Niger: UN voices concern over high food prices after poor harvest

Mothers with hungry children lining up at distribution site in Taoa, Niger,  for food handouts
Mothers with hungry children lining up at distribution site in Taoa, Niger, for food handouts

Niger: UN voices concern over high food prices after poor harvest

High food prices in Niger have placed people already hit by shortages under severe pressure as they struggle to feed their families at a time of reduced harvests in the country, which lies in the drought-prone Sahel region of West Africa, a United Nations official said today.

“I am deeply worried about the food situation deteriorating in the coming months and we cannot sit back and wait for the worst to come,” Denise Brown, director of the UN World Food Programme (WFP) office in Niger, said in a press release.

The prices of cereals should have fallen during the current post-harvest period in Niger, but have instead risen sharply as a result of the poor yields. The average price of millet has risen by 37 per cent compared to the similar period last year, according to WFP.

The Government of Niger has classified up to 750,000 people as severely food insecure in four regions. That number is expected to increase to as high as a million people early next year, as the “lean” season – when household food stocks are low – approaches in March-April.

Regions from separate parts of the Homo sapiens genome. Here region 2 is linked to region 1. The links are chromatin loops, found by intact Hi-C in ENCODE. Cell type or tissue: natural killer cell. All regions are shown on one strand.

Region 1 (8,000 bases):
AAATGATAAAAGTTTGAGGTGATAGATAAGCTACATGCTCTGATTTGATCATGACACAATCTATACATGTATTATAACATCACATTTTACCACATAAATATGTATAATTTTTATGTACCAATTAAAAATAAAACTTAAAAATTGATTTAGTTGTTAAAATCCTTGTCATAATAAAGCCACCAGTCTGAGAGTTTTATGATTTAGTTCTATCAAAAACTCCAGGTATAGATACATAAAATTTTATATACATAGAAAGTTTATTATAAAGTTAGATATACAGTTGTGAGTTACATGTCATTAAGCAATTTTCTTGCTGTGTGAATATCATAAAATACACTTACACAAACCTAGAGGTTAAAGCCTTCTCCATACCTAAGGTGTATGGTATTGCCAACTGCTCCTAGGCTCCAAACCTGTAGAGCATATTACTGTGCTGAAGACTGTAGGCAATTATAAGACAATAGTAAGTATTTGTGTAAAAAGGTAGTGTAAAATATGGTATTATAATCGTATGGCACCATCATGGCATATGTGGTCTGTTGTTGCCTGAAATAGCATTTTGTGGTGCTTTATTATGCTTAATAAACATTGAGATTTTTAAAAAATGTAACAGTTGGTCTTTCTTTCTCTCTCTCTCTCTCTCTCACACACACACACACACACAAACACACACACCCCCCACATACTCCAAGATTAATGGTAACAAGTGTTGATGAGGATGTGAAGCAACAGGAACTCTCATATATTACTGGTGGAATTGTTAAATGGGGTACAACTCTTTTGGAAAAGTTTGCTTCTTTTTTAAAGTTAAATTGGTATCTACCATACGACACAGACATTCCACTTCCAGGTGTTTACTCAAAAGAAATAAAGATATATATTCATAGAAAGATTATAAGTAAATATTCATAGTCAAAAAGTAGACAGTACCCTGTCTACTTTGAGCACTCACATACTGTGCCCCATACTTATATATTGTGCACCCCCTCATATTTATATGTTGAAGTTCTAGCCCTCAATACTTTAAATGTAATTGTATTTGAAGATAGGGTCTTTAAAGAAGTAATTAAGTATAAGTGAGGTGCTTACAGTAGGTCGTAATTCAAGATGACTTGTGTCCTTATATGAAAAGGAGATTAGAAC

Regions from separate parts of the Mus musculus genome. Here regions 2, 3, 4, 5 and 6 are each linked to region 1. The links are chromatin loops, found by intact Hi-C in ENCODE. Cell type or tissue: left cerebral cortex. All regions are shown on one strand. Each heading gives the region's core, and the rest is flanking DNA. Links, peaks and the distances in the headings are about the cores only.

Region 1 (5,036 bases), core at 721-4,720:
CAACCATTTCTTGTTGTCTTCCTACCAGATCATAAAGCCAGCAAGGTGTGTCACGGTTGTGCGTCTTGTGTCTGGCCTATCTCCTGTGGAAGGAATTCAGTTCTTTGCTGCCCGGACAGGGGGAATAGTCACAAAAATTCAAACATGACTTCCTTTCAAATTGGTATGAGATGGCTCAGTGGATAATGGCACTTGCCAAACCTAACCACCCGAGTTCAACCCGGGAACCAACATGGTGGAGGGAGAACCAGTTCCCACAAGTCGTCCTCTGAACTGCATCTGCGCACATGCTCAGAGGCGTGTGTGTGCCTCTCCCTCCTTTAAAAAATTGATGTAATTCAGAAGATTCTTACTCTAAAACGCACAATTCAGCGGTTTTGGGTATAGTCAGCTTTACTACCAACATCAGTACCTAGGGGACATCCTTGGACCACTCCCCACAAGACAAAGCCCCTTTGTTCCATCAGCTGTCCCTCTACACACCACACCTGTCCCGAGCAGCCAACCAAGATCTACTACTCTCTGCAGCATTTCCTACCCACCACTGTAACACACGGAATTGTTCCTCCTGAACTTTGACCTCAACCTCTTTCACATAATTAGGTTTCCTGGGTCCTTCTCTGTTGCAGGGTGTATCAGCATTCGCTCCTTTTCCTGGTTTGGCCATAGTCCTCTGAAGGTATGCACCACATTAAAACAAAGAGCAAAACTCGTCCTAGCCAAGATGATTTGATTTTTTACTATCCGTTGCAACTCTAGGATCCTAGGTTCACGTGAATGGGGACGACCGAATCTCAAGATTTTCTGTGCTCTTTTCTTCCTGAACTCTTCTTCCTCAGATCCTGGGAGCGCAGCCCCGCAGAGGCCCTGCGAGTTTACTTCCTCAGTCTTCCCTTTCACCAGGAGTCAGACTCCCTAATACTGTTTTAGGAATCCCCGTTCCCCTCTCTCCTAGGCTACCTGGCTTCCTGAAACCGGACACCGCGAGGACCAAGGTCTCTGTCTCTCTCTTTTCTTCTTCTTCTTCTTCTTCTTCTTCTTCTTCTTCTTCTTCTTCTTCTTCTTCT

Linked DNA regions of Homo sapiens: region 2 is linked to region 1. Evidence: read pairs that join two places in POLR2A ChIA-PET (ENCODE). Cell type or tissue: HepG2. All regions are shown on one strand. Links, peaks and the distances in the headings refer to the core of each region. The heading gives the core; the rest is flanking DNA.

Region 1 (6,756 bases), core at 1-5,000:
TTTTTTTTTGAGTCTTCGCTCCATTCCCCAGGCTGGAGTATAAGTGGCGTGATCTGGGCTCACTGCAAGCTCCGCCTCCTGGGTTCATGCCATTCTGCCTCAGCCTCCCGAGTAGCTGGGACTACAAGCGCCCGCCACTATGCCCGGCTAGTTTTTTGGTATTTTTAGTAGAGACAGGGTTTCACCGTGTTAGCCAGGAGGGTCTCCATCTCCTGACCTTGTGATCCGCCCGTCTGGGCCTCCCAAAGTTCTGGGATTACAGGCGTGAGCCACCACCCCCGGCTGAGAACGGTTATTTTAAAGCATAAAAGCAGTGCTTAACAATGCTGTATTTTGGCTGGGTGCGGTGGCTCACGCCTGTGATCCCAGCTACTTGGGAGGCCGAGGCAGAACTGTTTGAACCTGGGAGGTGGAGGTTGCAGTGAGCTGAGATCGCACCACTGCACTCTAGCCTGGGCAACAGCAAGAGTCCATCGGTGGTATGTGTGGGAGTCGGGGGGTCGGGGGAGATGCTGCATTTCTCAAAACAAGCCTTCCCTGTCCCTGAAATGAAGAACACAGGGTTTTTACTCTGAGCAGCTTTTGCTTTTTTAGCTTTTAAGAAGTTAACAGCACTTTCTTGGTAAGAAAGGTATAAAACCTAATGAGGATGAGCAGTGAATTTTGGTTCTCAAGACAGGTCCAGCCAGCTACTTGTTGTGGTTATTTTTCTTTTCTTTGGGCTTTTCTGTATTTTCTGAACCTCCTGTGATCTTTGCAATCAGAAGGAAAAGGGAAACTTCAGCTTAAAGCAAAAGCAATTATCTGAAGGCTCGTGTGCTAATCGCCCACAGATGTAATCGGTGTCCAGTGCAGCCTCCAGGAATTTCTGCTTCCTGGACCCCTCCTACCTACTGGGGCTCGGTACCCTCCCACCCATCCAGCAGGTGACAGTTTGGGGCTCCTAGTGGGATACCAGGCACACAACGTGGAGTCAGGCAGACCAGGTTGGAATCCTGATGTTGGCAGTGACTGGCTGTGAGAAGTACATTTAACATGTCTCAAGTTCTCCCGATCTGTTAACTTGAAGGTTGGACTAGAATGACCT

WFP aims to provide food assistance to some 3.3 million people in Niger over the coming year at an estimated cost of $163 million.

In Geneva, WFP spokesperson Gaëlle Sévenier told reporters that the increasing frequency of droughts in the Sahel means that communities are lurching from crisis to crisis with little time to recover from previous shocks.

The situation in Niger, Mauritania, Mali and the Sahelian part of Chad is of particular concern. Those countries have requested international assistance, Ms. Sévenier said. Conditions in Senegal, Gambia, Burkina Faso and northern Nigeria are also a cause for concern.

Crop assessment results in Niger have confirmed a cereals deficit of more than 500,000 tons, she said, adding that yields are down mainly as a result of drought and pest infestation.